Friday, 11 July 2014

Finding the killer instinct

Friday, 11 July 2014
It's seemed to be another theme of English cricket over the past couple of years that they have gotten themselves into a good position, before being thwarted by a lower-order partnership – particularly for the tenth wicket. Over the past few seasons we've seen players such as Best, Agar, Harris, Herath, and now the Indian pair of Kumar and Shami get the better of the English bowlers.

England got themselves into a decent position. The pitch has been lacking life from the word go – it's been slow and low, doing very little for the bowler and with the ball often not carrying to the keeper or slip cordon. All in all, it meant the team's effort was for the most part nothing to be ashamed of – the bowlers kept running in and Cook was showing willingness to experiment in the hunt for wickets. When four wickets fell for two runs, leaving India at 346/9, England were on top. But then came the tenth wicket partnership, once again thwarting England. Kumar and Shami played brilliantly, often playing proper cricket shots and looking like proper batsmen, like their positions of nine and eleven respectively were too low down. The bowlers just couldn't find an answer and were tiring. India finished with a total of 457, a tenth wicket partnership of 111. England were left exhausted and embarrassed. 

Maybe it's a matter of a killer instinct, finding the winning habit again. When England were at their best, in 2010 and 2011, it felt like they could just knock teams over like that. But then the aura started to fade. Tino Best came close to making a century down at number eleven, a player far from being known for his batting ability. A year later, and Ashton Agar came even closer, making 98 before England finally managed to dismiss him, though it is unlikely he'll ever be batting at number eleven again. Other tail-enders have also had the better of the bowlers – it was something we saw again and again in the Ashes last winter, England just not able to take advantage when they got into a good position (though the batting of Brad Haddin was also a major factor). The list is too long for comfort. It's difficult to say what the problem is – maybe it's a matter of complacency, maybe it's the bowling tactics – an overload of bouncers hasn't always been the best route and the yorker is too often ignored when it could be effective. However frustrating though, last wicket partnerships are at least very entertaining – Tino Best my favourite for the sheer joy and air of disbelief at the whole thing.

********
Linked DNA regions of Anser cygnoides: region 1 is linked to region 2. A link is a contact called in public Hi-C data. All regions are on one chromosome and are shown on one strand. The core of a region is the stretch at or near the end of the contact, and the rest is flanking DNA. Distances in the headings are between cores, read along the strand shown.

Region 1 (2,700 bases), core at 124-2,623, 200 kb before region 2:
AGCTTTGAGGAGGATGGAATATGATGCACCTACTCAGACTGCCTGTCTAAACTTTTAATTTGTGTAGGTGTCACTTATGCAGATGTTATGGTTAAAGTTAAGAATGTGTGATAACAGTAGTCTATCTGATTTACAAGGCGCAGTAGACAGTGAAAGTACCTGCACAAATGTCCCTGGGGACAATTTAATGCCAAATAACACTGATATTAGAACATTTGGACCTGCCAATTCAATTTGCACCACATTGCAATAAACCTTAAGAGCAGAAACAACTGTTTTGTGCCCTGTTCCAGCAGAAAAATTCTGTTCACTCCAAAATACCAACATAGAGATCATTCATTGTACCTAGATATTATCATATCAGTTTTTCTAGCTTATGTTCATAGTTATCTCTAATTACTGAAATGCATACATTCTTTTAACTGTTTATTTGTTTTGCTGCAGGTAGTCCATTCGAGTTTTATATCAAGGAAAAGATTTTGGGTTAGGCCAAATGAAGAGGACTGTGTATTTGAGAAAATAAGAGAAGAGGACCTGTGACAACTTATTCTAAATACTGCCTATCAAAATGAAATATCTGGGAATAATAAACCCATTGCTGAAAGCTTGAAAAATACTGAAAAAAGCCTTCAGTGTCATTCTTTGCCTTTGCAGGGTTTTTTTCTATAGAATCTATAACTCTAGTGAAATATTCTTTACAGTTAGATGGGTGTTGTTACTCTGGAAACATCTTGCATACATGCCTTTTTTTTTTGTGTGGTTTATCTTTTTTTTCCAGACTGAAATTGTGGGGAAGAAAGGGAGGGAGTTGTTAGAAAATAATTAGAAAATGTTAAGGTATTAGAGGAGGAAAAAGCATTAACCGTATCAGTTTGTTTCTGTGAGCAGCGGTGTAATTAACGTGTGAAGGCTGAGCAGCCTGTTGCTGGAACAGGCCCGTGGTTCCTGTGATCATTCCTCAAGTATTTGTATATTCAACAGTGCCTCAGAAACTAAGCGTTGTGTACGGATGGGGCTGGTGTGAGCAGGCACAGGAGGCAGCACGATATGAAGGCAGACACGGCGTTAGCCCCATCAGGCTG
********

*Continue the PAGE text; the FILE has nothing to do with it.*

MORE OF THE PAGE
So what's to come over the next three days? Well it remains to be a pitch for the batsmen, so hopefully tomorrow will bring England piling on a stack of runs. The young batsmen should be gaining confidence after their individual successes against Sri Lanka – ignoring the last innings for most – and will be continuing to try to cement their place in the side, particularly Ben Stokes after his return to the team (Chris Jordan can consider himself unlucky, but then again, after his winter Stokes deserves to be back). The difficulty for the batsmen looks to be the timing – on such a slow pitch there were several occasions where Indian batsmen were through their shots too early and it did cause wickets to fall, though I shall stay optimistic. Apart from Cook's unfortunate dismissal and the odd edge that didn't carry, Robson and Ballance looked reasonably comfortable in the short time they had to bat in the evening session and hopefully the runs will continue to come on day three to leave the match nicely poised.

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